For Wednesday, you have a brainstorm/outline of your Descriptive Web Text due. Please look over the assignment in your syllabus, keeping in mind that you will just cover the place that you have decided to research – obviously, disregard the note about UK’s campus. Think of this as a creative writing assignment that involves research – revisit PinePoint, Annie Dillard, Kathleen Norris, and Richard Ford for inspiration. This is an individualized project that will be 15% of your grade, and needs to include scholarly elements as well as your own description/ethnography – you need to draw your readers in creatively and then give them more information that they could not just find through observation alone. Bring your computer or a printout of your brainstorm/outline to class on Wednesday so that you can peer review them. Have the visual elements and hyperlinks prepared as well, so that you can explain to a partner how you plan to use them.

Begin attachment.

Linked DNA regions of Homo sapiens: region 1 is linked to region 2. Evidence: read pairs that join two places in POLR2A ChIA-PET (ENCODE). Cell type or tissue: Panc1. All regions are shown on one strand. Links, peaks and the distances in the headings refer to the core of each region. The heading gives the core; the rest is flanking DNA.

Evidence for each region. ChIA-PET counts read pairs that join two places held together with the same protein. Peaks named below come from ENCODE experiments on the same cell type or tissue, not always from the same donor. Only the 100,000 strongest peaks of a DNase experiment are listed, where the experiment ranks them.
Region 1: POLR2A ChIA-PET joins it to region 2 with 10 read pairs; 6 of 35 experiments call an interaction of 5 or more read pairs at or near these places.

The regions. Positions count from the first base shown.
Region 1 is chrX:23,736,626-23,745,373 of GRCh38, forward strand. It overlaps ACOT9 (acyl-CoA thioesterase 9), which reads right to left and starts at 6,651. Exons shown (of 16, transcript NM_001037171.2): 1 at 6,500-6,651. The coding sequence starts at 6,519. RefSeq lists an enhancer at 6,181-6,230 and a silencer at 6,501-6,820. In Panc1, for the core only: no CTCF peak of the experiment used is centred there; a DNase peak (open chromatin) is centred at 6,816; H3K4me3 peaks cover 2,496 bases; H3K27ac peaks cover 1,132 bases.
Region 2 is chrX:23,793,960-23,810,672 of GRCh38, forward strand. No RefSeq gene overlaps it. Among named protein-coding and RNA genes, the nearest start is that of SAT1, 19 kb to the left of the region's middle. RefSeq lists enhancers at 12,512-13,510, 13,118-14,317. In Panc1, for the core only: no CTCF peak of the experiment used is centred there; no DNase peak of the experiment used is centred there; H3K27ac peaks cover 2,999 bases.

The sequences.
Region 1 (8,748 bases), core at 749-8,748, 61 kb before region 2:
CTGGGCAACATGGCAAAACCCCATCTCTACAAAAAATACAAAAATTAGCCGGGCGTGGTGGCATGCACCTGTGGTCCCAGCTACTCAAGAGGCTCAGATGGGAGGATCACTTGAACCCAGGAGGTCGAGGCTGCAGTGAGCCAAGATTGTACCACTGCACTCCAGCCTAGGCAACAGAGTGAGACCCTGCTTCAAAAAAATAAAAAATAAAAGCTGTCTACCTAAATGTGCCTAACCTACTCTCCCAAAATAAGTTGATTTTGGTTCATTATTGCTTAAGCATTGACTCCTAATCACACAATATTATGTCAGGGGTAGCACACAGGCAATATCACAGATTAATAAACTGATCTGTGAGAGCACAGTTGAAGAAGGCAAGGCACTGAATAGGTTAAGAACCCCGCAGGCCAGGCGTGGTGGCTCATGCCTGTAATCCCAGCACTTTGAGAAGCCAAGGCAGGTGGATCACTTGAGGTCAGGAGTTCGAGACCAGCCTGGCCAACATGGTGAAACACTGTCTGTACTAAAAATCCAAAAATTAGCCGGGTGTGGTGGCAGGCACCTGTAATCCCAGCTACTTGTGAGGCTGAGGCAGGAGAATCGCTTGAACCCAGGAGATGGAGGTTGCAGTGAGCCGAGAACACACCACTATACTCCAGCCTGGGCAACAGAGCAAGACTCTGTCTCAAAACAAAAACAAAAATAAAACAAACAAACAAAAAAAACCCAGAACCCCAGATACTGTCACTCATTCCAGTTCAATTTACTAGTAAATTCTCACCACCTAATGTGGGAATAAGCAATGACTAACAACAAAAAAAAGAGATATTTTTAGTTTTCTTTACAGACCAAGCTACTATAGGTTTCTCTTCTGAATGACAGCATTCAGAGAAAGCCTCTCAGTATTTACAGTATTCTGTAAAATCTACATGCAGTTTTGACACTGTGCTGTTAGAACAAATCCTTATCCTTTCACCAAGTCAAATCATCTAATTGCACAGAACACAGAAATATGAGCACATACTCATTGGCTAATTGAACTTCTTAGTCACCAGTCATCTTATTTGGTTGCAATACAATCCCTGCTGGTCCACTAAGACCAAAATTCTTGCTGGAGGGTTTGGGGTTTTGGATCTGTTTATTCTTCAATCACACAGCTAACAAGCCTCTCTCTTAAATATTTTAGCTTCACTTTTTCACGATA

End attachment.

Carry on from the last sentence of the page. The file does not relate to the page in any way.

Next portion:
Ultimately, this assignment will be posted to your blog next week, so keep in mind the fact that you will have more time to add in the research-based elements, but that you can be working on your more ethnographically-focused creative part on your own. This is a good time to play around with both digital and analog methods for mapping your place on a personal level, even if those are different from the ones you intend to use for your final group project. I plan for you to have time to meet with your group, do research, and draft out your complete Descriptive Web Text at the end of this week. It will then be due next Wednesday rather than next Monday. We’ll discuss this more on Wednesday once you have had time to brainstorm and outline.